LA/LA Land: Dive bars. You never know in LA

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The land that is now Los Angeles County was originally claimed by Rodriquez Cabrillo in 1542, but it was not really settled until 11 Spanish families known as “Los Pobladores” arrived on Sept. 4, 1781 and began displacing the native Tongva and Chumaz peoples to build what they called “El Pueblo de Nuestra Señora la Reina de los Ángeles del Río Porciúncula”.  Mercifully, over the centuries the name has changed to “Los Angeles”.

A lot more changed besides the name as LA grew, mostly outward, leaving the downtown a concrete desert of freeway interchanges and office buildings, some dating back to the turn of the last century. But LA goes through periodic renaissances – vast Spanish farms and orchards, oil production, the rise of movie industry, the concentration of the aircraft and defense plants.  It is going through another renaissance now with high tech and social media companies moving in, bringing thousands of millennials and professionals downtown and dozens of apartment towers filling the skylines to house them. Consequently every available street-facing space in #DTLA is being converted into a trendy restaurant, wine bar or hot music venue.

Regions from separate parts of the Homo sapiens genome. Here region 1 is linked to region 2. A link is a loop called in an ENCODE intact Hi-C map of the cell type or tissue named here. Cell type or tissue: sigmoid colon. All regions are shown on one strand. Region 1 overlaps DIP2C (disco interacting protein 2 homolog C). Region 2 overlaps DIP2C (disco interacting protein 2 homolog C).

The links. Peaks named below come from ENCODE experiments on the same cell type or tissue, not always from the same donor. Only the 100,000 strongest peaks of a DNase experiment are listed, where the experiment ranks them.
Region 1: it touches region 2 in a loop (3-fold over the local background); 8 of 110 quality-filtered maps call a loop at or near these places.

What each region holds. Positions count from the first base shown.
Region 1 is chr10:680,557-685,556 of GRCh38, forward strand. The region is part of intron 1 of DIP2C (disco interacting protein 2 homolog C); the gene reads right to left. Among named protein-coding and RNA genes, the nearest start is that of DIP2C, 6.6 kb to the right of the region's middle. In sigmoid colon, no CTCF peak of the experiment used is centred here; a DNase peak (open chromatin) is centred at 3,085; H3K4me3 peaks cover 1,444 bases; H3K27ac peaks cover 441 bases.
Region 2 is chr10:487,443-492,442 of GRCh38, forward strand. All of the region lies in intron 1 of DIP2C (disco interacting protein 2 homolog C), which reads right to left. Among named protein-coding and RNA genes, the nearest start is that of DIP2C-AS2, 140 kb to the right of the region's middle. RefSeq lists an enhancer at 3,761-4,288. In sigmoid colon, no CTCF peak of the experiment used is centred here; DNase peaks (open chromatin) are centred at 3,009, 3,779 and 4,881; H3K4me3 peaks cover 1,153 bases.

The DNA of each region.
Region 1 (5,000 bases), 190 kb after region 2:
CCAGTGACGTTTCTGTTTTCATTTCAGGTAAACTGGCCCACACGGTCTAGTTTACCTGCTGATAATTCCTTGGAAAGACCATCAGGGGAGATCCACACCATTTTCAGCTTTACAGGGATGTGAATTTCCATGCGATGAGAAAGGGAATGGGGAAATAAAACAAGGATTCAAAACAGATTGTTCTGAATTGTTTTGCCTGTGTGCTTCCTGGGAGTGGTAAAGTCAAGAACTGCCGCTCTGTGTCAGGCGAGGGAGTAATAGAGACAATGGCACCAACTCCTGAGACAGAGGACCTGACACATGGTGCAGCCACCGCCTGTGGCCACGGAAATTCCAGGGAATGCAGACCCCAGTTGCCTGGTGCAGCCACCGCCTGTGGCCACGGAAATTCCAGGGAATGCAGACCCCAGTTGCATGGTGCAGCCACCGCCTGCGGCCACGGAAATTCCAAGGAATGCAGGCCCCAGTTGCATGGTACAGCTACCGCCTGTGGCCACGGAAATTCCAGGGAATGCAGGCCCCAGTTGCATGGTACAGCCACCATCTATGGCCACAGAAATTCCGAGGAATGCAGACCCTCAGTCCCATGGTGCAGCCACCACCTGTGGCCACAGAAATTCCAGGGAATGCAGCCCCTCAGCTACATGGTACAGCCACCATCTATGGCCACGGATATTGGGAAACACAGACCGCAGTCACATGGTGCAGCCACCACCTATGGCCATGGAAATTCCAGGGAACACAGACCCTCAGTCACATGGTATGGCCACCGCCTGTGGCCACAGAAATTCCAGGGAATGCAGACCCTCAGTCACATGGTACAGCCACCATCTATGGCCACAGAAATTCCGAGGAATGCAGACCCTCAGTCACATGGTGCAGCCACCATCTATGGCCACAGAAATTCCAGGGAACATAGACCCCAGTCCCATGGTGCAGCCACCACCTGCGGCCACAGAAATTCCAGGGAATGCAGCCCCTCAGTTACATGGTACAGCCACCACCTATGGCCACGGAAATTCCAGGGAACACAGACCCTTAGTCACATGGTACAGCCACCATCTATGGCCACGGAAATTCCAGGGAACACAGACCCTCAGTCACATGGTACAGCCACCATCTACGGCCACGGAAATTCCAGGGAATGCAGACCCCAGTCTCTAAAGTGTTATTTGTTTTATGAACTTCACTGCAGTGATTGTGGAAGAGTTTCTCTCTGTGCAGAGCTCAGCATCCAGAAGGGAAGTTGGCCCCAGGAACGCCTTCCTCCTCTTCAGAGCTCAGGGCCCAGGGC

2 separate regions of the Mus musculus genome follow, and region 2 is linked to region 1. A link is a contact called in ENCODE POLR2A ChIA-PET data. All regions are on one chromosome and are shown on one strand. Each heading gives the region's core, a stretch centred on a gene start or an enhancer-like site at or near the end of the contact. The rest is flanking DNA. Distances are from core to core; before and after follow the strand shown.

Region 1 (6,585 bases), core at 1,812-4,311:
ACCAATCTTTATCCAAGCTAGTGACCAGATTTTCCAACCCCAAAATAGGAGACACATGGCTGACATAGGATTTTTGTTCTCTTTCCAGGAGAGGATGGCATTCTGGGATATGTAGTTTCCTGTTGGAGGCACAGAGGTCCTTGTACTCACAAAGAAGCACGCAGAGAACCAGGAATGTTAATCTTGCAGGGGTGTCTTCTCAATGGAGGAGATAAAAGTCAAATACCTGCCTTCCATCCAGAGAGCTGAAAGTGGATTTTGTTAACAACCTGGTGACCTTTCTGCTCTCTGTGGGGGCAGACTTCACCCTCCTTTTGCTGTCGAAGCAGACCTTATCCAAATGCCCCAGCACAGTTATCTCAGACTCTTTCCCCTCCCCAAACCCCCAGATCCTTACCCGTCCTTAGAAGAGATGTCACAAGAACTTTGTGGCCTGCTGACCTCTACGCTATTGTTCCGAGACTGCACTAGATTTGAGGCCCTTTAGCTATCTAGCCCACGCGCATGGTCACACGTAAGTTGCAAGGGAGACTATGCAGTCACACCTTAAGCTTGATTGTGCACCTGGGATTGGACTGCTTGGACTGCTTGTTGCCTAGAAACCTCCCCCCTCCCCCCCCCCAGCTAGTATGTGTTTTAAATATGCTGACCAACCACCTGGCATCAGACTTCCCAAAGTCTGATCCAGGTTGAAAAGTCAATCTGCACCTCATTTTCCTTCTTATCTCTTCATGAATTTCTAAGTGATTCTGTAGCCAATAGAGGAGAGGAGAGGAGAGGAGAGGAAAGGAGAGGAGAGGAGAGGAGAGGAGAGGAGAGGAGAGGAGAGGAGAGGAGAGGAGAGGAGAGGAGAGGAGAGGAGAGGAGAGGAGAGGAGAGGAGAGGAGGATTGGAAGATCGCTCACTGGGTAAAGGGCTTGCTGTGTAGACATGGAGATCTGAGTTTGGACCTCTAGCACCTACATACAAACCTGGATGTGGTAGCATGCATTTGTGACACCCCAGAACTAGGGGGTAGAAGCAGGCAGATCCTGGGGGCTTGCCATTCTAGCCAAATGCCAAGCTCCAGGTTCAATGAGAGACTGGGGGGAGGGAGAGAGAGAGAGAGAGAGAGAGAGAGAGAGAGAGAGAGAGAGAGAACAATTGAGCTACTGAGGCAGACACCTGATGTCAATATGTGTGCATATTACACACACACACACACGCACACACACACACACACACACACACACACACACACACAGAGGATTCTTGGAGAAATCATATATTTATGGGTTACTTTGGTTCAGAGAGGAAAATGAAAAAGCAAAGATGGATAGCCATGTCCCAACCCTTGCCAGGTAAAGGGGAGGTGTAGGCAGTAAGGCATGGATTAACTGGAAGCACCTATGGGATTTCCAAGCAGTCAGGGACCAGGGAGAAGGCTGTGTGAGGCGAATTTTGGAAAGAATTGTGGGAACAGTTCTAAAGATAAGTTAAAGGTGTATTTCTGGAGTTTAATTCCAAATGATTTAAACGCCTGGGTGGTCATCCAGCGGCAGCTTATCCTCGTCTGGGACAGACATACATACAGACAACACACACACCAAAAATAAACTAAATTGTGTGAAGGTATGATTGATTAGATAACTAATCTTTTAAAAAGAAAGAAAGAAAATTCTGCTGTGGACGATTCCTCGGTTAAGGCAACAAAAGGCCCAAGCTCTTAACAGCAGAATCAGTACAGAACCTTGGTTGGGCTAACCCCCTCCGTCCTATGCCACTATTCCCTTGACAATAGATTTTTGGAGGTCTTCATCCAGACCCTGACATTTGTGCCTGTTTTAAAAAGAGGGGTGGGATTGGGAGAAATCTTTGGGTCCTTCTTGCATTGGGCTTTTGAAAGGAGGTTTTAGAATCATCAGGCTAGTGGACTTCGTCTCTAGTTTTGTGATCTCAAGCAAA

The building at 267 South Main Street made the conversion a half century ago and the city is catching up.  It is the home of the Five Star, a classic dive bar with a twist. Unlike many hole-in-the-wall beer joints with a mic and a PA in the corner, the Five Star has good sized music stage, a superb sound system and a skillful and dedicated sound board operator. While still a dive bar, the Five Star’s hip clientele and  music-knowledgeable staff attracts talent far beyond your typical dive bar garage bands.